This one's from the rumor mill--but it comes from a reliable source. The Resistance is getting an expansion! The owner of Indie Boards and Cards has swooped into a couple of threads on boardgamegeek.com, and hinted that an expansion will be going up on Kickstarter soon. He also said it won't just be more plot cards, but some new ways to play the game. We can't stop crowing about this awesome game, so more ways to play has us super excited. We'll keep you updated, and post a link to the Kickstarter project once it officially goes live. In the meantime, make sure you sign up to win your own copy of The Resistance. The contest ends tonight, and right now your chances are REALLY GOOD. Thanks for reading!

Expanding Kingdom Builder - A Review of Nomads

Well, we figured since we're on the subject, why not talk a little more about the 2012  Spiel des Jahres award winner, Kingdom Builder.

Nomads, the first expansion of the game, adds a few new layers to the game, but mostly just adds more variance to the title, which in turn adds to the replayability. Here's a quick rundown of some of the new features Nomads brings to the table—and yes, I'll insert my opinions as well.

4 New Sector Boards—Which brings the total for the set up to 12! The randomness in which you pull them, as well as how you place them, consistently shakes things up. There's even less chance for the board to look and play the same twice!

5th Player Settlements—Now that 5th wheel can join in the fun! I personally LOVE the addition of a 5th player; keep in mind you're still setting up only four sectors to create the game board, so territory becomes more and more valuable as the game progresses—as do ability tokens! The competition is fierce, and cut-throat; I love it when a plan comes together.

Nomads—The title element of this expansion consists of 15 unique Nomad tokens; they look a lot like the special ability tokens but behave slightly differently. Each of the four new sector boards have a Nomad hex (or two) on them; if any of the new boards are selected for the game, one Nomad token is selected randomly and placed on the Nomad hex. The player who claims that token can only use it on their next turn, and then it's removed from the game (whether it's been used or not). The abilities are generally a little more beefed up than your run-of-the-mill extra actions, but only being able to use them once, (and on your next turn) definitely requires a little forethought before just grabbing them up—at least, if you want to get the most out of them.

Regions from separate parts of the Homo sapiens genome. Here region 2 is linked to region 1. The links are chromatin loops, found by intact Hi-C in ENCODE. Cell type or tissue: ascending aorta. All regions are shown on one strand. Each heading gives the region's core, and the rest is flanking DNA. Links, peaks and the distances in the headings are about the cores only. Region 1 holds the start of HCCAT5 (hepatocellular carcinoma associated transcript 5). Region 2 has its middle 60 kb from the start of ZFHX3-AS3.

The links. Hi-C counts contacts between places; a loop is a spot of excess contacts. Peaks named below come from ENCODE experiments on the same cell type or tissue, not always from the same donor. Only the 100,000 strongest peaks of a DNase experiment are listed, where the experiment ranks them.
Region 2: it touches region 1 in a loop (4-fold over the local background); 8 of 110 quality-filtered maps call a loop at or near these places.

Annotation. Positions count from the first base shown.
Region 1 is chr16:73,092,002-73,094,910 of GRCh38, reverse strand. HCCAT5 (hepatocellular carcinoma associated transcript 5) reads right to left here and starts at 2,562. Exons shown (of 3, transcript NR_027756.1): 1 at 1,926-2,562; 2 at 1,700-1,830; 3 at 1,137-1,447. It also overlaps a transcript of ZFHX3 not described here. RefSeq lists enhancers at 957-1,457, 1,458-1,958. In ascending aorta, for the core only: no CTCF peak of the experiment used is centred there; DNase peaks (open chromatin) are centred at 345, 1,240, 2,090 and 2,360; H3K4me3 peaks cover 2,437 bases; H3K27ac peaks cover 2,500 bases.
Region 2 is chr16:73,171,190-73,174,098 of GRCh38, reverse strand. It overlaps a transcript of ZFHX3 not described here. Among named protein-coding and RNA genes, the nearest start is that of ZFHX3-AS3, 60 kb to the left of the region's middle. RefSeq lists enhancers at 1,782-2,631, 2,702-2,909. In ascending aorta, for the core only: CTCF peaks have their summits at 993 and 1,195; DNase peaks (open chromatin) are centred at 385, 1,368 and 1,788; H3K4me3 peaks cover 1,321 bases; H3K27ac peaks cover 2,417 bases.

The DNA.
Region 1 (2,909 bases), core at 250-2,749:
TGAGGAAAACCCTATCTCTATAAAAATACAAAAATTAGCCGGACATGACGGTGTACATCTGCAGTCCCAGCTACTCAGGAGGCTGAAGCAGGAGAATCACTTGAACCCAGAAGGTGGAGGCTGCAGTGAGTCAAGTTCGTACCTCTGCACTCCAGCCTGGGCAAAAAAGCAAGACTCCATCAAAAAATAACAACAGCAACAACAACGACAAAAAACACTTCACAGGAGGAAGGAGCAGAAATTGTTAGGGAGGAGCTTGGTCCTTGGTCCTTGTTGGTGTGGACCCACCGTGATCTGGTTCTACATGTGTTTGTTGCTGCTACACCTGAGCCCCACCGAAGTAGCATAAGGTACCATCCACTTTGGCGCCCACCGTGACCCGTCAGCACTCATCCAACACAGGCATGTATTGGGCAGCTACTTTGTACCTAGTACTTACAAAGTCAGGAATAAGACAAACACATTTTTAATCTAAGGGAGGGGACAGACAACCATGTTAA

Stone Walls—One of the new abilities you can claim from one of the four new boards is the Quarry token. This will allow you to place up to two gray circular disks on the board each turn. These disks represent stone walls; they cannot be built on top of, and they break continuity between settlements. They come in handy if you want to cut off your opponents, or build somewhere else on the board but your settlements are adjacent to EVERYTHING.

3 New Kingdom Builder Cards—There are three new ways to score gold in Nomads, but now there's a possibility of scoring gold during the game instead of tallying up only at the end. I would have found this annoying, but I really enjoy the new scoring scenarios, so I don't mind so much keeping score during the game.

All in All, the expansion doesn't completely overhaul the game, or add so much to it that the overall feel and flow of the game is completely thrown out of whack. But it does help the title grow, adds variability,  and let's you bring in a 5th player, which becomes a lot of fun!

Capitol—It's also worth mentioning that there was a promo released last year called Capitol. This consists of 2 Capitol tokens that covered one of the two Castle hexes on the Oracle and Harbor boards. The capitol scores players one gold for each settlement built within two hexes of the Capitol. Personally, I'm not a fan of this small expansion; the Castles seem to do the job, and this pumps up their abilities, while diminishing from the other scoring options.

Thanks for reading; we hope you're enjoying yourself here at Theology of Games. We'd love to hear your thoughts about the blog and the games we talk about! Leave 'em in the comments below!

Nomads and Capitol are both on Amazon!